Thinking again about what Robert Barro said during our debate on Saturday September 24, his argument seemed to me at least to have the following structure:
The enormous widening of interest rate spreads tells us that a major factor holding business back from entrepreneurship and expansion right now is uncertainty.
The uncertainty that matters is uncertainty about future government policy.
Resolve the uncertainty about what taxes and regulatory systems are going to be in th future, and the economy will recover very quickly.
I pointed out that the big increases in uncertainty about taxes and regulation in the 2000s came in two waves:
One wave between 2001 and 2003 when the Bush administration, via its tax cuts and Medicare D, destabilized the financing of the American social insurance system.
A second wave in 2009, when the Republican Party went into opposition on health care reform and rejected its own ideas--the Heritage Foundation-originated Romneycare plan that became the ACA.
Both of these took large and important areas of government policy and shifted them from being settled consensus to being completely up for grabs.
Yet business was distressed not by the increase in uncertainty about taxes that came in 2001-3 or about regulation that came in late 2009 but instead by the uncertainty about financing and demand that took place in late 2008.
Barro came very, very close to saying that if only we would roll back taxes, spending, and regulation to the form they were in at the end of the Clinton administration then the economy would recover to full employment very quickly. That seems to me to be simply wrong.
And that discussion of ours reminded me of Mark Thoma's report on Gary Burtless's take on the "uncertainty" argument:
A couple of hours after talking to an ABC correspondent about the woeful job numbers and what might be done to improve them, I was in the Bloomberg TV studios debating a guy from Heritage. He went on for several minutes about the damage being done by high taxes, excess regulation, business "uncertainty" about future tax hikes and regulatory burdens. I asked Bloomberg's host whether he was aware that corporate profits relative to national income had just hit a 60-year peak? He had heard rumors to that effect. Was he aware that taxes on corporate earnings were at a 60-year low? The Heritage guy had heard that might be the case.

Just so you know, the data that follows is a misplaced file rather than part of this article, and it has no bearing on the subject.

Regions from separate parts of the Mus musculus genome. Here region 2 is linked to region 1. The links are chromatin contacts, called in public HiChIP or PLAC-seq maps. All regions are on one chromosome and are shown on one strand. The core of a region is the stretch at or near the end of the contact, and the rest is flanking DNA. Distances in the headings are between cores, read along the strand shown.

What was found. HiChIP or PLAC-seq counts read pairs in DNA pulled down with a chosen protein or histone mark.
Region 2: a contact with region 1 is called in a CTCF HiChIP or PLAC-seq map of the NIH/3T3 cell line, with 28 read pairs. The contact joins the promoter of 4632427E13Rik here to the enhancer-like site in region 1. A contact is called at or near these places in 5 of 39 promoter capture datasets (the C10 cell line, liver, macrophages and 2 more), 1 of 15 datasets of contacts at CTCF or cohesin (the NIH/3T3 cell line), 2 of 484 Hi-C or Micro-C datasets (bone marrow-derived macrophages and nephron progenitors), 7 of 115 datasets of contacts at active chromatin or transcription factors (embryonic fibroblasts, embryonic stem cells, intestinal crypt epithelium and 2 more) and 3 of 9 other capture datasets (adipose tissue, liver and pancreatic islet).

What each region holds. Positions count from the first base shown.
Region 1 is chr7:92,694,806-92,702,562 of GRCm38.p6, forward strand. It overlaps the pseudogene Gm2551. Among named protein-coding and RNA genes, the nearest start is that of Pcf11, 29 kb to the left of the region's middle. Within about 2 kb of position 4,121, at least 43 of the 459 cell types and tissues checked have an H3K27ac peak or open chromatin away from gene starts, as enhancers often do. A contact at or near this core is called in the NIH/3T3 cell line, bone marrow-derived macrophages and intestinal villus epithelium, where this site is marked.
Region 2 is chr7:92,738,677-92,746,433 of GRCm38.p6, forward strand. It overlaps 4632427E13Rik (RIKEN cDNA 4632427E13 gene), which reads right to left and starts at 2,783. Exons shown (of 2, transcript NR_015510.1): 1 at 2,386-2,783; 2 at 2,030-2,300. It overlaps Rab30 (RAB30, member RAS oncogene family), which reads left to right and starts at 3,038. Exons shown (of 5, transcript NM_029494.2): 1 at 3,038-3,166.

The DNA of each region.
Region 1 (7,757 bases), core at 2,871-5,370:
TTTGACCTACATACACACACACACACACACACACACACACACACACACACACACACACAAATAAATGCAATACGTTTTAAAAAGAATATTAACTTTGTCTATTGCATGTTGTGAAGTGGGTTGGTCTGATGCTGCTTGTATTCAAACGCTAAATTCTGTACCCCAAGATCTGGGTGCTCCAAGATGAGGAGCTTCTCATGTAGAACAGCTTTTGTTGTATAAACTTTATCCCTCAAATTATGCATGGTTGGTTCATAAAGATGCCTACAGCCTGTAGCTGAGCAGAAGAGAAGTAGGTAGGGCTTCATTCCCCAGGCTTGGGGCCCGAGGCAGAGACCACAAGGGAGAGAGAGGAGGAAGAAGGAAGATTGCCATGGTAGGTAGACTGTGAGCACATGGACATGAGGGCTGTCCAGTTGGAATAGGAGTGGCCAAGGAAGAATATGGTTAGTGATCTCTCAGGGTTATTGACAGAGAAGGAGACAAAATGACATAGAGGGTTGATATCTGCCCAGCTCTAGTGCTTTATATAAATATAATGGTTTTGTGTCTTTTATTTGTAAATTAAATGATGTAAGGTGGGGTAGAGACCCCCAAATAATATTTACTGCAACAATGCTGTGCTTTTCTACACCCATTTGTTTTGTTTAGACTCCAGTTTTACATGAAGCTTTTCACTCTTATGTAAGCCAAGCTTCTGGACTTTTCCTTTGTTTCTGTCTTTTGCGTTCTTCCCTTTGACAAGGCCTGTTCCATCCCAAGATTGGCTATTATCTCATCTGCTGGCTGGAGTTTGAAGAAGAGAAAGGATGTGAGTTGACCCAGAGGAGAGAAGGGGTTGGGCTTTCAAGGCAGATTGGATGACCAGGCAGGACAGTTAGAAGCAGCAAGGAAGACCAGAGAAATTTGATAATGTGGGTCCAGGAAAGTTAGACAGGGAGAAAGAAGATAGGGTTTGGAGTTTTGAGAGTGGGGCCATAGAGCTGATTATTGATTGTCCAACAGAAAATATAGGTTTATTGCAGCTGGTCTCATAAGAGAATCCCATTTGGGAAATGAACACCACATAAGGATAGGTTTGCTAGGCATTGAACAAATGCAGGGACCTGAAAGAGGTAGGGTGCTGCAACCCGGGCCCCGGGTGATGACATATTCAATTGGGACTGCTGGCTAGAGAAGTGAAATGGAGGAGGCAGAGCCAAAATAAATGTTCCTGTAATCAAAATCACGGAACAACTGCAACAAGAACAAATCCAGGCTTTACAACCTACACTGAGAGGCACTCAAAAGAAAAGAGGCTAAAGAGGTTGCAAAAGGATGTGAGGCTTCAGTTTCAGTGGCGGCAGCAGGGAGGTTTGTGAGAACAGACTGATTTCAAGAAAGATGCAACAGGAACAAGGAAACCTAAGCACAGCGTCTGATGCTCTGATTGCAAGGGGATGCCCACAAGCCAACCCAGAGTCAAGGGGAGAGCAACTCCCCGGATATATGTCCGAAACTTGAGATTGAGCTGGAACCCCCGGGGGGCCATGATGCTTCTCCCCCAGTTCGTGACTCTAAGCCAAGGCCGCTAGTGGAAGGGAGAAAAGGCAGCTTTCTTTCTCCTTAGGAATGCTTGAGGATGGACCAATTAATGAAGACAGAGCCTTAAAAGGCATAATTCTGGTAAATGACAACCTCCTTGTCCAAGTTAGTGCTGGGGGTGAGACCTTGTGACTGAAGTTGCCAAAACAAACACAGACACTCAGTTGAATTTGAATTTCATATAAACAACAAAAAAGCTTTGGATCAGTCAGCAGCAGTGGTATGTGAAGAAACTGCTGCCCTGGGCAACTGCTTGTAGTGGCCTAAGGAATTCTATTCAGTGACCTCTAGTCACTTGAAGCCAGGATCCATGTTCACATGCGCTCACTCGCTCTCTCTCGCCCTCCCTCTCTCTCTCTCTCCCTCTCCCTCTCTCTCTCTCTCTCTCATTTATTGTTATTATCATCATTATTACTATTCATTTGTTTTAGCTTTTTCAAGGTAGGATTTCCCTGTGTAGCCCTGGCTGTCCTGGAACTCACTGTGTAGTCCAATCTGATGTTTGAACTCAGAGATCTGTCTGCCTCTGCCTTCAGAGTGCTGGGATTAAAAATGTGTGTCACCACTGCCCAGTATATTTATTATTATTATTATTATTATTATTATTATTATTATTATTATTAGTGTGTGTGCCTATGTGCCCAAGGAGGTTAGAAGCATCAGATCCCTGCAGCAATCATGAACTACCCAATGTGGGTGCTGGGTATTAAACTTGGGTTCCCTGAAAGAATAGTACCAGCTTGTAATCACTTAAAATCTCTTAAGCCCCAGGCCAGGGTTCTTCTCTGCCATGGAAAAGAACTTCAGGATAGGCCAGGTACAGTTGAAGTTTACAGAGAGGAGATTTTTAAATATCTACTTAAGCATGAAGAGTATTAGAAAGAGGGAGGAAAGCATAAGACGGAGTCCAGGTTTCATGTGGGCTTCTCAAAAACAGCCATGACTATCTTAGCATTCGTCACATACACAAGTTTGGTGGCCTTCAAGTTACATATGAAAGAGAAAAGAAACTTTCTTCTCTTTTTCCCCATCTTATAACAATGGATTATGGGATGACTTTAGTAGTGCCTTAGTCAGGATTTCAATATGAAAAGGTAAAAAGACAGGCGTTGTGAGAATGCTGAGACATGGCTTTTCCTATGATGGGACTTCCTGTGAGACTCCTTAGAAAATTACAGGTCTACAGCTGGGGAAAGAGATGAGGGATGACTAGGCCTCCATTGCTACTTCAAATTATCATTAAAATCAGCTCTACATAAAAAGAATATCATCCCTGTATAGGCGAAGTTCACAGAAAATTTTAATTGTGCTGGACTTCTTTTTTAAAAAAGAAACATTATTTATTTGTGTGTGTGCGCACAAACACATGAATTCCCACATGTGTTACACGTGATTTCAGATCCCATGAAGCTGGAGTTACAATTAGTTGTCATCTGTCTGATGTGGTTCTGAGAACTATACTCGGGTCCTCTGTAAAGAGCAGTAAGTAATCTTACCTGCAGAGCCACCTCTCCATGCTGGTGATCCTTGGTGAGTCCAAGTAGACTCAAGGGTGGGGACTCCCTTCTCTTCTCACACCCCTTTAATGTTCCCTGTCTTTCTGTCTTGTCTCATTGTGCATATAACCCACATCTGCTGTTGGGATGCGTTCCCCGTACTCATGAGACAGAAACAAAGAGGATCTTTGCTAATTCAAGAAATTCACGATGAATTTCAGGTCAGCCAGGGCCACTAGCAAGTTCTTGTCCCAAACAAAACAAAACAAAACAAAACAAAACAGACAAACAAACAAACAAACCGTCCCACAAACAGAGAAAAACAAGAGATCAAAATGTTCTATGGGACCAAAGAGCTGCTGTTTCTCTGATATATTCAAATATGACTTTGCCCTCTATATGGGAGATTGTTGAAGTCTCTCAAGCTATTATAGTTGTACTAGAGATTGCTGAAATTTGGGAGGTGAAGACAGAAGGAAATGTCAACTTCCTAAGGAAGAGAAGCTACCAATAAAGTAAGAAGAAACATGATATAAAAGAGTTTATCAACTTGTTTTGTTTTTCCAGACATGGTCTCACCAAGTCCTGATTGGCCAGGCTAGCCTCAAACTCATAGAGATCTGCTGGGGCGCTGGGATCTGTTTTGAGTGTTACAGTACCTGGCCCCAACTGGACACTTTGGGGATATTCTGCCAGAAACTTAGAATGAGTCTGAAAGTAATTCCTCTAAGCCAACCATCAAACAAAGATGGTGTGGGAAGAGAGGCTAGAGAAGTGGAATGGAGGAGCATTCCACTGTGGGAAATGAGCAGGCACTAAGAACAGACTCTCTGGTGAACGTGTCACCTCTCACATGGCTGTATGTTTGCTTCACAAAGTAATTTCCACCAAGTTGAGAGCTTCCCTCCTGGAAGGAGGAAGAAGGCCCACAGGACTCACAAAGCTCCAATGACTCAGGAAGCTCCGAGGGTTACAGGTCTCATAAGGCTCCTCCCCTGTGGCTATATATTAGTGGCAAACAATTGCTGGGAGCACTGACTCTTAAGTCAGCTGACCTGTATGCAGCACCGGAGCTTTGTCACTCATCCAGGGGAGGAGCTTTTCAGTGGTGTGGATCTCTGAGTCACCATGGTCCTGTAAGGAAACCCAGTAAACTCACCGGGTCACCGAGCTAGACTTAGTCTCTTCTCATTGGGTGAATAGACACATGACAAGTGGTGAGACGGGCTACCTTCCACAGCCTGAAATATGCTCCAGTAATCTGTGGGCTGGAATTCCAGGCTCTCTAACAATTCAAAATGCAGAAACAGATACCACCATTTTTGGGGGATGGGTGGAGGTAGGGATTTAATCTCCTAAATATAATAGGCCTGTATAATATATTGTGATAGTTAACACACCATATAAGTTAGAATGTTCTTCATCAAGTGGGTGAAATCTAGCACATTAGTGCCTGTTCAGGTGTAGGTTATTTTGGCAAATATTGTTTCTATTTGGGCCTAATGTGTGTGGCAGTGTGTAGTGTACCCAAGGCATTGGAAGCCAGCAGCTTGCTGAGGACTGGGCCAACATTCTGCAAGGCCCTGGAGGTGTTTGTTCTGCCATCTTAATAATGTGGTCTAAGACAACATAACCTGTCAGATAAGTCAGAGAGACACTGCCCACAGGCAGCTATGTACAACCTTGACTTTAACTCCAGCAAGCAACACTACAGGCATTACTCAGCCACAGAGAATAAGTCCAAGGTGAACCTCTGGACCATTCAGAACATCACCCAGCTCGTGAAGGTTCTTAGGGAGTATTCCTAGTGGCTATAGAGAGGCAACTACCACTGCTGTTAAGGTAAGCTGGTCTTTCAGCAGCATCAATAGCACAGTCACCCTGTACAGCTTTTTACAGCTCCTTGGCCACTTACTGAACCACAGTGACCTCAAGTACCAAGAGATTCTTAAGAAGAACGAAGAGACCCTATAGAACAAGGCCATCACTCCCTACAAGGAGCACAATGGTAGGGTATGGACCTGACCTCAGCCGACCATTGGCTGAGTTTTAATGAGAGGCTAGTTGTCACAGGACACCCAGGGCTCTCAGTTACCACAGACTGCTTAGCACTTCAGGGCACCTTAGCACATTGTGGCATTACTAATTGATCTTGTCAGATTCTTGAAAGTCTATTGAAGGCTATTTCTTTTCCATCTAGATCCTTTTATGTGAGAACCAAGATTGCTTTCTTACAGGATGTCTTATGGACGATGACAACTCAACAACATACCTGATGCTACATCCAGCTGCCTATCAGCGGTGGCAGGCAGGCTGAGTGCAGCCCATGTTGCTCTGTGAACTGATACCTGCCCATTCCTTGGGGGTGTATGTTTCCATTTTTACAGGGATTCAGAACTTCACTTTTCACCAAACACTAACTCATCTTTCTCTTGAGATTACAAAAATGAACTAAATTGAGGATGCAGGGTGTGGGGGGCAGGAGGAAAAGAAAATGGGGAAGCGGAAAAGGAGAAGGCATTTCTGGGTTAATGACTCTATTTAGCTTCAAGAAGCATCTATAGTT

Then why was uncertainty about taxes and the future burden of the Affordable Care Act holding back business investment and hiring right now? If managers thought taxes or regulatory costs might go up in the future, wouldn't it make sense to take advantage of today's low taxes and lower burdens to invest and hire today? According to the "uncertainty" argument, businesses are fearful they might face high taxes and extra health costs in 2016 or 2018. Shouldn't they expand hiring right now and scale back employment when they actually face higher costs (if they ever do)?
The "tax uncertainty" and "regulatory uncertainty" arguments would make more sense if, say, taxes were already high and might be going higher or regulatory burdens were heavy and might be getting heavier. But when taxes are at a 60-year low and the regulations are pretty much the same as they were in the 1990s boom, the argument makes no sense at all. As we used to say down on the farm, you should "make hay while the sun shines." In other words, if you think it's going to rain later in the week, it strengthens the case for cutting and baling right now.
The odd thing is, when businesses are asked why they're not expanding, "high taxes" and "heavy regulatory burdens" and "tax uncertainty" don't feature as prominent answers. They mostly say they don't see good prospects for extra sales. But right-wing economists have their talking points, even if they make little sense, and they're sticking with 'em. Another of their favorites is "... executives tell me they can't find good candidates for the job openings they have." Don't get me started on that one.